skip to content [x]  larger font [+]  smaller font [-]  normal font [o]
TARE Logo

Share this page with social media websites

Use the following links to share this page through common social media websites. Use screen reader reading keys, as the Tab key may not work for all links. To share this page with a social media service not listed here, select the "Share" link to open a frame that lists additional options. In the input field,

Most Common Disabilities

Also see: Disability Levels
  A Closer Look at Children's Disabilities

These may be problems specifically related to the child's issues of neglect and/or abuse, loss, abandonment, or adoption issues.

Emotional Problems

Emotional problems in children and teenagers can range from mild to severe. When a parent suspects an emotional problem, the first step is an open, honest talk with the child about feelings, if this is appropriate to the child's age. Parents may also want to consult with the child's doctor, teachers, clergy, or other adults the child knows. At least one in 20 children and adolescents may have a serious emotional disturbance that severely disrupts life at home, school, and in the community.

Signs in a young child may be:

  • a marked drop in school performance
  • persistent nightmares
  • frequent unexplainable temper tantrums
  • persistent disobedience or aggression
  • refusal to participate in usual activities

In older children and adolescents, warning signs may include:

  • depression
  • abuse of alcohol and/or drugs
  • sexual acting out self-injury,
  • self destructive behavior, or threats of harm to others
  • changes in eating and sleeping patterns
  • problems in relationships

Your child's pediatrician can rule out possible physical causes for problems and help you locate a mental health professional. Since adopted children often have emotional problems specifically related to adoption issues, parents should seek a counselor or therapist who is knowledgeable about adoption.

Once an appropriate diagnosis is made, treatment may include psychotherapy, behavior therapy, or medication.

For more information:

[back to top]

Attention Deficit Disorder

Up to 3.5 million children have an Attention Deficit Disorder (ADD). It is a leading cause of school failure and under-achievement. ADD is a neurobiologically based disability, characterized by developmentally inappropriate attention skills, impulsivity, and, in some cases, hyperactivity. ADD is often accompanied by poor self-esteem and behavioral difficulties. Characteristics of children with ADD can include:

  • Fidgeting with hands or feet
  • Difficult remaining seated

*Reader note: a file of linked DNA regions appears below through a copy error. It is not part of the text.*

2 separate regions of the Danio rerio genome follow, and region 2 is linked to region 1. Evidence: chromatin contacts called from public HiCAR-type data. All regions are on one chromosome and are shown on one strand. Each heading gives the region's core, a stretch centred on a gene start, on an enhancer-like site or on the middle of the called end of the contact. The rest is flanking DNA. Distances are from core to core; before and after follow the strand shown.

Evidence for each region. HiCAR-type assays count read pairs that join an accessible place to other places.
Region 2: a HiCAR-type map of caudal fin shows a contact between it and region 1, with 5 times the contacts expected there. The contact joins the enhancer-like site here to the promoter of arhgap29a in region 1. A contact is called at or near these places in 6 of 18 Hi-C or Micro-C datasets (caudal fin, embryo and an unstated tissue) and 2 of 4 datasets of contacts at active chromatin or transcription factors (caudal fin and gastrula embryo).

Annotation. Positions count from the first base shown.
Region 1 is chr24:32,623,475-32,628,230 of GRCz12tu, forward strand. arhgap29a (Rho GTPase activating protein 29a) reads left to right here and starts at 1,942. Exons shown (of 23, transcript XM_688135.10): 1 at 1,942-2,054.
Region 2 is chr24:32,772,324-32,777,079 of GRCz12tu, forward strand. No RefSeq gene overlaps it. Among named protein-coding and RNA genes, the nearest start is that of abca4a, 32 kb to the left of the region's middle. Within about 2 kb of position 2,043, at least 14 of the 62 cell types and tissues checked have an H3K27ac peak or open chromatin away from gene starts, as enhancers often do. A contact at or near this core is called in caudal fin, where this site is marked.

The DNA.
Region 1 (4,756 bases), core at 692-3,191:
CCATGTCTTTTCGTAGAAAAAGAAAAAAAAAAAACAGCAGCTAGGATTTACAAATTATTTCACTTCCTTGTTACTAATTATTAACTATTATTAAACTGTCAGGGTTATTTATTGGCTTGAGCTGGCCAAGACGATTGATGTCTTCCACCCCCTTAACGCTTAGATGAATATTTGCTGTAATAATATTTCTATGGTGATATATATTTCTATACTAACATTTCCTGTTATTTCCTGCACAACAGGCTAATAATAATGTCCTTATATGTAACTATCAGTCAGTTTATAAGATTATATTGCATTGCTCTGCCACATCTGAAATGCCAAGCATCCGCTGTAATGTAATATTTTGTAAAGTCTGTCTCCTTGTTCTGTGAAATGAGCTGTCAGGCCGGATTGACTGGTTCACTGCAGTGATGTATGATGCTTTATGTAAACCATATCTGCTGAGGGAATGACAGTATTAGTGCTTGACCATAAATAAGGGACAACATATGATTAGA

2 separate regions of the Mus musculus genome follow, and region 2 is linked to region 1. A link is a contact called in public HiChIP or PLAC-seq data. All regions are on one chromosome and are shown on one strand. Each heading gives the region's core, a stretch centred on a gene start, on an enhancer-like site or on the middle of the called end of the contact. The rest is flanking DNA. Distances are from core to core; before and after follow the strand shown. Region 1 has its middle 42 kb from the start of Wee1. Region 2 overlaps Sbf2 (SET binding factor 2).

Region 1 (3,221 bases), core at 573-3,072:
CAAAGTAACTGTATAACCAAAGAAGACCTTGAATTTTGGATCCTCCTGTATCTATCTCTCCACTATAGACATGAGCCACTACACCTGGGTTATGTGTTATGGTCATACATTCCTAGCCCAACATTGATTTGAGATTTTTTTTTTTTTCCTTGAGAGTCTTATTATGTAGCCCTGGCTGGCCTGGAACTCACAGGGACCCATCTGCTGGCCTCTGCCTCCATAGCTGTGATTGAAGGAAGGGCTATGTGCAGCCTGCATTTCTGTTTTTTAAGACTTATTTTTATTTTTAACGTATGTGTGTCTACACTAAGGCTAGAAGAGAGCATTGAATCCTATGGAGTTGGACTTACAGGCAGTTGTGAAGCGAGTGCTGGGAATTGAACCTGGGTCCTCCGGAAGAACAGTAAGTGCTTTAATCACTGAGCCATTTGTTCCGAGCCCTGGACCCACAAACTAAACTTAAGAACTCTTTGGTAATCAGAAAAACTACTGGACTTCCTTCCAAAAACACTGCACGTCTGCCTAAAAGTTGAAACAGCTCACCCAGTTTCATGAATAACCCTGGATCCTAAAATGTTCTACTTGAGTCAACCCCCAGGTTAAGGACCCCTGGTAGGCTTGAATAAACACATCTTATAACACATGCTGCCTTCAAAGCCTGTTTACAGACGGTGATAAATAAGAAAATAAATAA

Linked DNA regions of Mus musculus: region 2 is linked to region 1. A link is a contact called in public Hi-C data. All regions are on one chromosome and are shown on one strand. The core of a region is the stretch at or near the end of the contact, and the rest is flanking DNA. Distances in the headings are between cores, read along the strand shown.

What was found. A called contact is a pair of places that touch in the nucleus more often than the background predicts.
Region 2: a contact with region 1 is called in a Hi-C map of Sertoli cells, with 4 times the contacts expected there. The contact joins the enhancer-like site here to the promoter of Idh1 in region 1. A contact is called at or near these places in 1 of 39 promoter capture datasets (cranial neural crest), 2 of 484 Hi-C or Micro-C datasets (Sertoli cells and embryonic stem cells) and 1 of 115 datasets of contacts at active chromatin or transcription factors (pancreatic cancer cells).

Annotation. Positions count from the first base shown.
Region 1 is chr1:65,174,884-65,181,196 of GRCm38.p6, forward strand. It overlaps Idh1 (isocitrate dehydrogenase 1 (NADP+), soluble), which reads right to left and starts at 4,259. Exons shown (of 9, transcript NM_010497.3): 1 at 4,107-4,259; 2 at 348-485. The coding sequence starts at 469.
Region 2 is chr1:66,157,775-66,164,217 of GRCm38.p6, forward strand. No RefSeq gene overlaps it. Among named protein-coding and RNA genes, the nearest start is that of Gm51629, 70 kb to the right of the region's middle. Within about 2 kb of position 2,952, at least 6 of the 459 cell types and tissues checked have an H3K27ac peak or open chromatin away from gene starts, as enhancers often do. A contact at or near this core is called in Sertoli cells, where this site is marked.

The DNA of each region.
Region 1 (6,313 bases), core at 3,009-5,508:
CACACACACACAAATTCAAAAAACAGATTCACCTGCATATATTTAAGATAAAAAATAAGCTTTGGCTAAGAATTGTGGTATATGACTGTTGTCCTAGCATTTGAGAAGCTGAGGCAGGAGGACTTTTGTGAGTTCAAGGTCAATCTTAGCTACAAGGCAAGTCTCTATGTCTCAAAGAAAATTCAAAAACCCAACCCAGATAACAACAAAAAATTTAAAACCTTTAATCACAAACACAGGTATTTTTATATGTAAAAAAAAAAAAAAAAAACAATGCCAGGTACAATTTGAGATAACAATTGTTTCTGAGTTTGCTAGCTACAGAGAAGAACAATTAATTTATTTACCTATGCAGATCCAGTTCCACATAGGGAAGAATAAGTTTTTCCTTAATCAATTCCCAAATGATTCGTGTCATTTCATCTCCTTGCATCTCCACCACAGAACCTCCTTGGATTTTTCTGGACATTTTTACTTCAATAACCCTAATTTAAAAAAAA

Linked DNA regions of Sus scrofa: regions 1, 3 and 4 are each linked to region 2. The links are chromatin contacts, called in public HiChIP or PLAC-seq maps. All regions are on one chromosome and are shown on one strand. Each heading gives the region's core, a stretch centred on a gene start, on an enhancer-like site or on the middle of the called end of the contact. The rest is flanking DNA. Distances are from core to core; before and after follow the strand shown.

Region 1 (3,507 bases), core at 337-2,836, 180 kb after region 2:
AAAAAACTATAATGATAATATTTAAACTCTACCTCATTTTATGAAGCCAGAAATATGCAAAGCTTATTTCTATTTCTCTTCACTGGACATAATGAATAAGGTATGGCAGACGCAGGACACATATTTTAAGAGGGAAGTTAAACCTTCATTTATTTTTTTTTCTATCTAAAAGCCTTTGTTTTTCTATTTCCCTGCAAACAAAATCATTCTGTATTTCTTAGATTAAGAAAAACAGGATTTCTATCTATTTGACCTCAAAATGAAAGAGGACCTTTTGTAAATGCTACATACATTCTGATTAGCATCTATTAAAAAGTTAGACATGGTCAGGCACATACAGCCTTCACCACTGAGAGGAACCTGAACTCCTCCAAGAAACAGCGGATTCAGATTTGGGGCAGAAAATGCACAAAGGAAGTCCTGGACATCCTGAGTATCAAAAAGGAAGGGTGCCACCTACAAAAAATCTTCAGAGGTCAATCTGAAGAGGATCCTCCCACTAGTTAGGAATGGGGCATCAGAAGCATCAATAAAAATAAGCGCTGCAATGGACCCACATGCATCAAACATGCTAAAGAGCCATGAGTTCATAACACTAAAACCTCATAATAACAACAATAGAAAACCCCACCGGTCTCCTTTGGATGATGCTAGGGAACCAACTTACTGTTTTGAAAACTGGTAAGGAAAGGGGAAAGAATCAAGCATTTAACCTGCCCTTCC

• Difficulty awaiting turns in games
  • Difficulty following through on instructions
  • Shifting from one uncompleted task to another
  • Difficulty playing quietly
  • Interrupting conversations
  • Appearing not to listen
  • Doing things that are dangerous without thinking about the consequences

ADD students have a greater likelihood of repeating a grade, dropping out of school, under-achieving academically, and having social and emotional difficulties. Making and keeping friends is a difficult task for children with ADD. There is no "cure" for ADD, but parents can help their child by learning as much as possible about ADD; seeking professional evaluation and treatment; advociating for their child; seeking parent training.

Parent training will help a parent to provide clear, consistent expectations and directions; set up an effective discipline system; create a behavior modification plan; assist a child with social issues; and identify the child's strengths.

[back to top]

Hyperactivity

The term hyperactivity commonly refers to manifestations of disturbed behavior in children or adolescents characterized by constant overactivity, distractibility, impulsiveness, inability to concentrate, and aggressiveness. Hyperactivity is often associated with attention deficit disorder (which is then referred to as attention deficit hyperactivity disorder) but can also be associated with other disorders (such fetal alcohol syndrome).

Among the treatment options are behavior therapy, social skills training, medication, parent education, and modification to the child's educational program.

For more information:

                                                                                                                                                                   
DFPS home | website policies | Texas online | statewide search | contact us | download help | top of page